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Ben Bowers, SPCR PhD Student at the University of Cambridge, talks about his experiences of the NIHR Doctoral Research Training Camp at Ashridge Park.

 

When I saw the title NIHR Doctorial Research ‘Boot Camp’ I got a little uneasy about what I had signed up for. I shouldn’t have. Having just attended 10th NIHR Doctoral Research Training Boot Camp on Attracting Further Research Funding at Ashridge House in July 2019, I can highly recommend it.

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The three day event started with an afternoon of inspiring lectures from researchers at different stages in their careers on putting together successful research grant applications. We also got some really helpful tips on what the NIHR are looking for in fellowship applications and research proposals. At the end of the first afternoon, we were allocated into teams and given the brief to write a high quality competitive application in the field of public health. Oh, and we had 8 hours the following day to do it in… so no pressure.  

Ben (back row, far right) and his team.

Despite having never met before and coming from diverse research backgrounds including lab based research, cardiology, neonatal care, end of life care and epidemiology, we quickly bonded as a team and brainstormed ideas."

It’s the sort of challenge that focuses the mind and fosters great teamwork. Despite having never met before and coming from diverse research backgrounds including lab based research, cardiology, neonatal care, end of life care and epidemiology, we quickly bonded as a team and brainstormed ideas. We used our collective skills and knowledge to find a real problem we wanted to solve and decided on how we could do this within the brief and scope of a fictitious NIHR public health grant application call. My colleagues from different disciplines took a leap of faith in embracing qualitative research methods and the idea of co-designing a cardiac rehabilitation intervention with patients. With our idea formed, we decided on a team name (Team SPACE) and divided the key tasks we needed to complete.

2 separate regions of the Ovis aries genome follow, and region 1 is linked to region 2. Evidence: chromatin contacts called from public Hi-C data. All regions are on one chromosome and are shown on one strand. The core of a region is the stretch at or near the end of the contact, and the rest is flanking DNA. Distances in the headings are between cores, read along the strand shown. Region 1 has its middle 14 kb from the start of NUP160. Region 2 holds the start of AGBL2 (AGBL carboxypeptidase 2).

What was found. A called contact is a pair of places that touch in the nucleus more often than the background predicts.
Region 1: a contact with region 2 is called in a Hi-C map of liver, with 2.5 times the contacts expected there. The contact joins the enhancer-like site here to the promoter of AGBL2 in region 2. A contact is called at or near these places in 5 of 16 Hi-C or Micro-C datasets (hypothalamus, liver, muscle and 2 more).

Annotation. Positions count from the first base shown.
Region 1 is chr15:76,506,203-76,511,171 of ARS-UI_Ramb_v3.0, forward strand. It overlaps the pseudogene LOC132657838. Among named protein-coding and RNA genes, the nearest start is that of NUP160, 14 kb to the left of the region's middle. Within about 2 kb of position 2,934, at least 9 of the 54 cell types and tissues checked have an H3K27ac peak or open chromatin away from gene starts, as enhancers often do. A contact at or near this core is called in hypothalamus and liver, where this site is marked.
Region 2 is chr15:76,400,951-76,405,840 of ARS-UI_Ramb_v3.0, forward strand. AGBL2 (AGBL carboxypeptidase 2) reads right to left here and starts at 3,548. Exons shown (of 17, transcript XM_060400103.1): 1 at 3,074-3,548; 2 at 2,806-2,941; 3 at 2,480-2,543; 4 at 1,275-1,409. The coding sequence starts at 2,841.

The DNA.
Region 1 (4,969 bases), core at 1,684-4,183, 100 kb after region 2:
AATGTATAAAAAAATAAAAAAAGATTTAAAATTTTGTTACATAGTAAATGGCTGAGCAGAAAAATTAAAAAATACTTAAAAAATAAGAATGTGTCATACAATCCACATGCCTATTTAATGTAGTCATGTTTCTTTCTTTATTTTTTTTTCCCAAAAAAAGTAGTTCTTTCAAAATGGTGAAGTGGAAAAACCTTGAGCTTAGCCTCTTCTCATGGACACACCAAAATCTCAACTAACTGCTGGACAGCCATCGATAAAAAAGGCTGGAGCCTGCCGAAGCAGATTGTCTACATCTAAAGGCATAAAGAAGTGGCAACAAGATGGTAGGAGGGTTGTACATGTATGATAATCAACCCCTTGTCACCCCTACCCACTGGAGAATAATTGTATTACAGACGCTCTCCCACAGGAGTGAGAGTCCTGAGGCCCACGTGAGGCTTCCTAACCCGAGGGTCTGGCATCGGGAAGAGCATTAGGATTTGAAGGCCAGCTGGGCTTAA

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Rather than just learning about the research application process and the importance of Patient and Public Involvement (PPI) in seminars, we lived each aspect through the 8 hour process. This involved successive meetings with the NIHR programme director, PPI representatives, Research and Design Service, and NIHR finance director, with some serious fast typing and a few surprises thrown in along the way. When you condense 9 months of a NIHR grant application process into 8 hours, it becomes evident that different advisors give contrasting or conflicting advice. If we had listened to every suggestion we were given we would have re-written our grant application 5 times. Equally, to ignore good advice is foolish. It was a hard balance to find and it was the only time Cath Exley, our excellent mentor, stepped in to say go with the way that feels right and answers your question in the way you want to. Some sage advice for real life grant applications too!

So, when the next NIHR Infrastructure Doctoral Research Training Camp is advertised, is it worth applying for? Definitely, go for it. It’s a great way to learn how to put together a successful competitive application, build confidence and have fun during the process."

After an epic 8 hours of furious writing, last minute proof checking and the amalgamation of the different sections on the application, we got it in on time. Much to the credit and awesome skills of my colleagues Kiran, Nye, Jennifer, Lavanya and Dimitris. This left us a whole 30 minutes to draft and submit a PowerPoint ahead of presenting the application to the NIHR grant panel the next morning.  

bb4The fictitious NIHR panel were thorough in their scrutiny and asked every group some difficult and challenging questions. It was great practice to experience this part of the process without it being ‘real’ – although it was tough to be on the receiving end of the panel’s comments at times. As a team we breathed a collective sigh of relief when the chair asked us if we were already doing our proposed research in real life. After an intense interview process, we were fortunate enough to win the best application award.

 The surroundings at Ashridge House and gardens are beautiful. It was a great setting to meeting some new friends and colleagues, many of whom I hope to stay in touch with. The networking aspects are not to be underestimated. Attendees are doing very diverse research and come from a wealth of backgrounds, but we are all on our PhD journeys and have a lot in common.

Ben (far left, bottom row) and his team.

So, when the next NIHR Infrastructure Doctoral Research Training Camp is advertised, is it worth applying for? Definitely, go for it. It’s a great way to learn how to put together a successful competitive application, build confidence and have fun during the process.